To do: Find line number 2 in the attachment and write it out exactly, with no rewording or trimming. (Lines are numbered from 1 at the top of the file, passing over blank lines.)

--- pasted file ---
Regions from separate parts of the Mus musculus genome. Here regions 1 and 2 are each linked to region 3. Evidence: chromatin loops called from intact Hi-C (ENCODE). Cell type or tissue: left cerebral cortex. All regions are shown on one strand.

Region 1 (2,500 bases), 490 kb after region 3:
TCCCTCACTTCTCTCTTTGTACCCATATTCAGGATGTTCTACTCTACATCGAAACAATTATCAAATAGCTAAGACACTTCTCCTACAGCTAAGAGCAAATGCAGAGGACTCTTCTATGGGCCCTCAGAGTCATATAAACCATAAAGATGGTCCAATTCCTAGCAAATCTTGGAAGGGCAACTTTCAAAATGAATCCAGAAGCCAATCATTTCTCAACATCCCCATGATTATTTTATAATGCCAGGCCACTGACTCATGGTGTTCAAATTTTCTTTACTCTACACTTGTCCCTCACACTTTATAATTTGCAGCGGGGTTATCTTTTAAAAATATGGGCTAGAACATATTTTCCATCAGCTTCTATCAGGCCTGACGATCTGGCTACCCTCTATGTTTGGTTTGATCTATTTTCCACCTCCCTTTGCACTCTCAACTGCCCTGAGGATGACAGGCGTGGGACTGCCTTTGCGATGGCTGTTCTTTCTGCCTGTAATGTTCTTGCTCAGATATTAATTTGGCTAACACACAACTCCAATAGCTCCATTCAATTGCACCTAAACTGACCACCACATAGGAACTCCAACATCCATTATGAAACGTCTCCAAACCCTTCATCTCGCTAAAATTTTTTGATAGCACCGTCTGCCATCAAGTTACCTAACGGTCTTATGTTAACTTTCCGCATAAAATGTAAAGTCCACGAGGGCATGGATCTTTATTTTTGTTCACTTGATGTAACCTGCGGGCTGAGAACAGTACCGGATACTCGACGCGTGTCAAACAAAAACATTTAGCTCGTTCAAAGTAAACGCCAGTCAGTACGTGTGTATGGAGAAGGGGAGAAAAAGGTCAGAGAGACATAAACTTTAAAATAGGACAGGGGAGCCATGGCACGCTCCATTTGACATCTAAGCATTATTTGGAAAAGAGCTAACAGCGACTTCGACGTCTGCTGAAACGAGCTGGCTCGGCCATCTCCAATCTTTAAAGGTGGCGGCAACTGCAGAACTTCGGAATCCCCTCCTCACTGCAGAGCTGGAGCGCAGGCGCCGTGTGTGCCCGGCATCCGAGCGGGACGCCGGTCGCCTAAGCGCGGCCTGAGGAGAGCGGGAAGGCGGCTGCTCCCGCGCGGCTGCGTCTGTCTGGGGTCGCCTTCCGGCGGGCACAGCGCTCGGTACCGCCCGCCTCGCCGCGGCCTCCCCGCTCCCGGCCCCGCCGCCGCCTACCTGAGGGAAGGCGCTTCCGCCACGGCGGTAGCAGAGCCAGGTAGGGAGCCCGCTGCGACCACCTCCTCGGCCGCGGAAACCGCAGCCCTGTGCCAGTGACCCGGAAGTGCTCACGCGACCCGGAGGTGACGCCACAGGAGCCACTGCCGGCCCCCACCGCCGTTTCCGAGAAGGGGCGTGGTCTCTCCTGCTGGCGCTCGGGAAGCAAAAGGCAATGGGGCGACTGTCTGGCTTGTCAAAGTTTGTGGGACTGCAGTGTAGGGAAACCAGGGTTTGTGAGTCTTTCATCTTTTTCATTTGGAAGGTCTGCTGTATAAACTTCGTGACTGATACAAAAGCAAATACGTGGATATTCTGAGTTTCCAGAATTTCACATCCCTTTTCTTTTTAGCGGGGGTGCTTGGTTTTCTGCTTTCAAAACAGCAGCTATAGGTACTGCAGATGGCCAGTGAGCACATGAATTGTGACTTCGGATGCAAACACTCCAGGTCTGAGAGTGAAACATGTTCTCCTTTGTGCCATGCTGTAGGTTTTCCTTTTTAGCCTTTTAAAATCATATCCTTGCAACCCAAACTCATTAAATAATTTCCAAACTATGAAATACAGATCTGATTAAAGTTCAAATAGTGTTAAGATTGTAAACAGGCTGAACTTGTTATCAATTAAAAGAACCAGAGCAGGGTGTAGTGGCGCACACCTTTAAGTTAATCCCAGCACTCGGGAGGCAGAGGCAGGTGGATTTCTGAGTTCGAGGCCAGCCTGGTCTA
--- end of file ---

Region 1 (2,500 bases), 490 kb after region 3: